I am learning a lot of new songs in preparation for a band performance. I follow a predictable pattern in learning new songs.
1. Buy a copy of the songs off of Amazon.com (or Napster or other sites) or record them off of YouTube videos. The quality of the latter is good enough to practice with, but if you want to listen to these tunes in your car, it's better to buy a quality copy.
2. Listen to the recorded songs from #1 above, particularly if you aren't familiar with the songs. Listen for the bass part and mentally note any "signature riffs." Signature riffs are bass runs that the audience will expect to hear if the performance is to be credible. An example might be the bass part to Creedence's "Down on the Corner" or Roy Orbison's "Pretty Woman." You have to play these riffs.
3. Create a song list (I use Excel for its editing and sorting abilities) of all the songs. For my current project, I have listed the songs by set, sequence number and key (the key used by the band, not the original performer necessarily).
4. Download chords and lyrics for each song in the list. You can do this at chordie.com or other sites (see links in the left sidebar). Print out the songs and put them in order. If you can't find the chord tabs in the desired key, you can convert the chord notations using a chord chart converter. I will prepare one and post in a subsequent post; meanwhile, google "music chord converter" or some such and you will no doubt find one on the web.
5. Play bass with the recorded songs. Your first pass will be less than perfect, but you will become more familiar with the songs. Note the original keys for the songs -- do they match the keys used by the band? If so, great. If not, you need to change the key in the recorded song.
6. To change the key, you need to have an mp3 computer file of the song. How do you convert to an mp3 file? Good question. If you buy songs from some sites like Amazon.com, it will already be in mp3 format. In iTunes, you get it in mp4 format, so that won't work However, I will create a second post that tells you how to put songs into mp3 format. If you have the song in mp3 format, you can change the key with a free audio editing software called Audacity. Download a copy from the link.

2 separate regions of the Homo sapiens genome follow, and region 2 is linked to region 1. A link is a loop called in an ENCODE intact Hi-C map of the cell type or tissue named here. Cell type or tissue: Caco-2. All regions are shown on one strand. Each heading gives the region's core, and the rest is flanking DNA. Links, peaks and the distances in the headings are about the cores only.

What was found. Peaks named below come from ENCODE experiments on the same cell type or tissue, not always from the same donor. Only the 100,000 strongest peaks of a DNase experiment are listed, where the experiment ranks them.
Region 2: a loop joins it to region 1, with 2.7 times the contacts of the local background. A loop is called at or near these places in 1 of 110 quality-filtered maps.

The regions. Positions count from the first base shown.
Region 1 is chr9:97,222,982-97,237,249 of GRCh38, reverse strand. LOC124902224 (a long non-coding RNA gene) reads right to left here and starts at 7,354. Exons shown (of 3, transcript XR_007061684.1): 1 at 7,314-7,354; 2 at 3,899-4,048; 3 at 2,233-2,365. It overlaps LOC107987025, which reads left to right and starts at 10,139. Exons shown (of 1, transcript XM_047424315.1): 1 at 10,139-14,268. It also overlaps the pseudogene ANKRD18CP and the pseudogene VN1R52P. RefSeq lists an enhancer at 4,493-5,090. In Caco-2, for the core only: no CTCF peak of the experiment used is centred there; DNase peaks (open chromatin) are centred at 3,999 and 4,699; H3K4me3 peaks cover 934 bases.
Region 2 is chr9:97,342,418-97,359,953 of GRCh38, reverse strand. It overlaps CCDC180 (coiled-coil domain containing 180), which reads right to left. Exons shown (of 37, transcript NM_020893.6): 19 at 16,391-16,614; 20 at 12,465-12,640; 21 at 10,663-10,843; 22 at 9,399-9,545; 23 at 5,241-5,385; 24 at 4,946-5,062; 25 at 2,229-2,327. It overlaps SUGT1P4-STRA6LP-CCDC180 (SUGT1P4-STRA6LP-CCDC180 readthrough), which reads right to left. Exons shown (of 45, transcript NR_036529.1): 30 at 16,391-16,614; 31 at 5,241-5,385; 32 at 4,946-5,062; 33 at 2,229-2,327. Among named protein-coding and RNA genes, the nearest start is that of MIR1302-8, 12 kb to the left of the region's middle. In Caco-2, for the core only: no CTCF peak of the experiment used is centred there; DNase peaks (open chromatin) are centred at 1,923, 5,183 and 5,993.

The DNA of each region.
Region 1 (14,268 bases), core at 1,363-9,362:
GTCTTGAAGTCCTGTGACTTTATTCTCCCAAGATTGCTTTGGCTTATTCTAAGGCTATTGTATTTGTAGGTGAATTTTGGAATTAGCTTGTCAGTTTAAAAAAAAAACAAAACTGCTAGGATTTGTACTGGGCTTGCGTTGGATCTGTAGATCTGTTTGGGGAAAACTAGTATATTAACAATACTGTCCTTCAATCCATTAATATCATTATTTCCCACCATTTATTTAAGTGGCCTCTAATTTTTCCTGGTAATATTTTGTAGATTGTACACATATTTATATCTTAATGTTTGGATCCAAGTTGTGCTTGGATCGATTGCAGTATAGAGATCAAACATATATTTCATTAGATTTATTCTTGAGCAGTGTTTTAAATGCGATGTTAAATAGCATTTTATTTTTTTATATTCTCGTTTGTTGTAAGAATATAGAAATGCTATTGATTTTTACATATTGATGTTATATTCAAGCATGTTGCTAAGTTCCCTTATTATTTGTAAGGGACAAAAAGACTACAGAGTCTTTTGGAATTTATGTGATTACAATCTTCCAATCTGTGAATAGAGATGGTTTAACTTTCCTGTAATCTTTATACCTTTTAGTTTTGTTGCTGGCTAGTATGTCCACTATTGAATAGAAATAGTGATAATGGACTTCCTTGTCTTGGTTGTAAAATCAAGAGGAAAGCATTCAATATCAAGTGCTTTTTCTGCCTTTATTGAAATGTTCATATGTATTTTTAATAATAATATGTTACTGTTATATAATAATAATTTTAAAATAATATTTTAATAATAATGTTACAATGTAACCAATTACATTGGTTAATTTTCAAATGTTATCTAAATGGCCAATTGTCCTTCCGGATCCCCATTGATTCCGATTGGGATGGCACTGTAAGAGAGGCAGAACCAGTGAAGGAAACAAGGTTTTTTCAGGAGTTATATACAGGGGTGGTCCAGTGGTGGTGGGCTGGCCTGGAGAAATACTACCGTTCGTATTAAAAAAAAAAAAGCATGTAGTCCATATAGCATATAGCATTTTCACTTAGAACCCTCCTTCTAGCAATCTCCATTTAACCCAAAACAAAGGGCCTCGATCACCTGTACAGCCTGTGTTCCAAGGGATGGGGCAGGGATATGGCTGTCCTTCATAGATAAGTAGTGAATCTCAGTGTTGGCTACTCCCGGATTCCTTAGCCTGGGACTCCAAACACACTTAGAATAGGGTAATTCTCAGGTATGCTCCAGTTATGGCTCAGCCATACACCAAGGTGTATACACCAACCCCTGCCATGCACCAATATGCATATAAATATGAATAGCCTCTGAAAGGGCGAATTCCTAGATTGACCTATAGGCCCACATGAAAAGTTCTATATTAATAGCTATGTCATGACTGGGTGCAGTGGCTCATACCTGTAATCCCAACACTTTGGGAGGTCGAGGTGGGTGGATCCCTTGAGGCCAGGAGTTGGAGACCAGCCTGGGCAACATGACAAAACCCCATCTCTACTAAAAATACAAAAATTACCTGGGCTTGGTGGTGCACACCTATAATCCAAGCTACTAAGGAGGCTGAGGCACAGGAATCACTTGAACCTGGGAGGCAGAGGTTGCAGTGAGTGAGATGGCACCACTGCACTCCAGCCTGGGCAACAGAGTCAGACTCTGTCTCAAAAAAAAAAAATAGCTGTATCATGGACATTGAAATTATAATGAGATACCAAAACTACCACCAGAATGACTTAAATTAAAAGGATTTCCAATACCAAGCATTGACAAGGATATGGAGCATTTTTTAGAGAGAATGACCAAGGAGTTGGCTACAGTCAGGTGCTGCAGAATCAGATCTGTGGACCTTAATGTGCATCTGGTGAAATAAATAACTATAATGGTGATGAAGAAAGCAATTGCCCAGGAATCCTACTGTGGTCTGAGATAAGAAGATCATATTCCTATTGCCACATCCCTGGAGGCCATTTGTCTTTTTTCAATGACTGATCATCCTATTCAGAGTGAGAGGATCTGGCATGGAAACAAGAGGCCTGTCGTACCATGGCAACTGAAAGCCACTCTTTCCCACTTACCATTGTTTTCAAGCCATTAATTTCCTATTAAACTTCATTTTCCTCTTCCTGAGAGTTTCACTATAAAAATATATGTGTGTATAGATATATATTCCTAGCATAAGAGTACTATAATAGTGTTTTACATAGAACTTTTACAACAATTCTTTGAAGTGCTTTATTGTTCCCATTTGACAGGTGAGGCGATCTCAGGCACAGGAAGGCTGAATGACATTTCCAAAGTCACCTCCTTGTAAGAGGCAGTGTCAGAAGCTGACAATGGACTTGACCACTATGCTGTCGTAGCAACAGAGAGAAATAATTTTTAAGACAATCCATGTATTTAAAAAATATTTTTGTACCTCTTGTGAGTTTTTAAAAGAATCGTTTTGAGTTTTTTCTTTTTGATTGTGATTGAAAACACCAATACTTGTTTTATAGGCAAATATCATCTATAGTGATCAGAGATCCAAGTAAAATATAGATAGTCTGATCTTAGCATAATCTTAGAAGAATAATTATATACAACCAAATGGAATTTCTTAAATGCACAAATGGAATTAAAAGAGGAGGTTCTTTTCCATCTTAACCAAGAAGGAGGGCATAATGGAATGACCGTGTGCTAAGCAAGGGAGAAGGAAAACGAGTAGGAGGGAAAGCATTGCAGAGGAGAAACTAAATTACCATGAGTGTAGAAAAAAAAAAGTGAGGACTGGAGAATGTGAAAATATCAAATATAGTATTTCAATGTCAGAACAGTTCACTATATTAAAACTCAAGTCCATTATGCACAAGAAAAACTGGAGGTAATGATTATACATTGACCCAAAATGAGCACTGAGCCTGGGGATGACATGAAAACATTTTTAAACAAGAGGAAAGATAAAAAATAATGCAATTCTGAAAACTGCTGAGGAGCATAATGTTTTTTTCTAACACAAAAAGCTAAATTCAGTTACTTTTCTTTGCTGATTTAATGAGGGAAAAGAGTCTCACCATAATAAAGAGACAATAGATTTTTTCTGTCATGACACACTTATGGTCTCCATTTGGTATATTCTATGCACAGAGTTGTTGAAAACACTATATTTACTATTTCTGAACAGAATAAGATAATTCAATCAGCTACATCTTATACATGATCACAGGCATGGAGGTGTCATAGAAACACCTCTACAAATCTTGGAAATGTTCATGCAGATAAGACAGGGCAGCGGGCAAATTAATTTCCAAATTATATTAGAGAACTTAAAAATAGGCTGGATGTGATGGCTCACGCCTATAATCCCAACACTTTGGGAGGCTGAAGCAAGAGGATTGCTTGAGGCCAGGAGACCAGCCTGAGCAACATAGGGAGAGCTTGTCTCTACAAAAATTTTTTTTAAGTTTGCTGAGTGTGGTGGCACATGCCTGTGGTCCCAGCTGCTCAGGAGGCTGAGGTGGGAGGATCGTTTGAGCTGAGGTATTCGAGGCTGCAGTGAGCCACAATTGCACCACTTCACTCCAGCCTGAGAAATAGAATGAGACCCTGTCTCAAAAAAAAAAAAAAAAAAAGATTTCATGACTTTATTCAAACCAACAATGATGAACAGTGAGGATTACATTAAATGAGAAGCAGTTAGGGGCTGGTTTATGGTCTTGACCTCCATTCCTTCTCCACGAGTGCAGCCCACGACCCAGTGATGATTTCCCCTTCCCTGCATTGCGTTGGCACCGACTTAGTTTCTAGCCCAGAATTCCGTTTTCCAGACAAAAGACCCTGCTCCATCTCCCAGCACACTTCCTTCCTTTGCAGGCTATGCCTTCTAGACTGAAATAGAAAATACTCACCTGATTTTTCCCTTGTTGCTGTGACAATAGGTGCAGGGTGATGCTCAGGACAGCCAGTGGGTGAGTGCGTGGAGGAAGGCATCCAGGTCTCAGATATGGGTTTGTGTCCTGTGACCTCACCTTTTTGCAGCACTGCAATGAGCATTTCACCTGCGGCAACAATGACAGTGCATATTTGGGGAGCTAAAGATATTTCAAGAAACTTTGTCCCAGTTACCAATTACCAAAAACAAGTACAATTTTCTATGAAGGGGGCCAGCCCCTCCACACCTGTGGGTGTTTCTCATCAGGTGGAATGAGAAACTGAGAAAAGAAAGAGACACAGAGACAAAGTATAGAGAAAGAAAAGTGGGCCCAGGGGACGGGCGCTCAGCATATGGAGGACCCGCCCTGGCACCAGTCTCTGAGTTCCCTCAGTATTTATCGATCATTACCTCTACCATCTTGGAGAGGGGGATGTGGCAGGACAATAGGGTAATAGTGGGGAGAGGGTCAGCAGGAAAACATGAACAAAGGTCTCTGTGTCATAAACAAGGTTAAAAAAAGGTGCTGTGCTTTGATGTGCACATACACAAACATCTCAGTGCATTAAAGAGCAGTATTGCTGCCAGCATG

The problem with changing keys in an mp3 is that it also changes the pitch of the singer's voice. If you are converting from the key of C# to C, this isn't much of a problem. However, if you are converting from the key of C to the key of G, the singer may now sound like Barry White or Alvin the Chipmunk, depending on whether you chose to adjust the pitch down or up. (There is software for sale that claims it has this problem licked, but I haven't tried it yet.)
7. Now practice with the amended recordings again. Note which songs are easiest to learn and which are more difficult. After running through all the songs once, choose one of the difficult ones and take your time learning the bass riffs and runs. Learn one difficult song per day and you will cover a lot of ground in a week or so. Use your sheet music so you don't have to guess at the chords, but do correct any errors (online sheet music often contains errors, since it is largely prepared by other musicians who may hear it differently than the original).
8. Practice the new songs with your band. This is the final step in making the new songs your own. Now you can make any final adjustments in the way you play the songs so the band performance is tight.
9. Last of all, I put all of my songs in sequence order in a three-ring binder, with the song list (printed in Excel) as a table of contents. This is your band song book, your personal fake book. It will grow in songs over time and you will have an excellent library of the songs you want to play.
Here's the format I use for my Excel-generated Song List:
The "X" column can be used for any purpose you choose. I put an X by each song for which I have an mp3 file and the chord tabs, meaning that song is ready to practice. Since Excel has great sort capabilities, you can sort the list by genre, original artist, by key or by set. I generally print the list into a pdf file for email distribution to band members, so they can print it out and use it to organize their song books.
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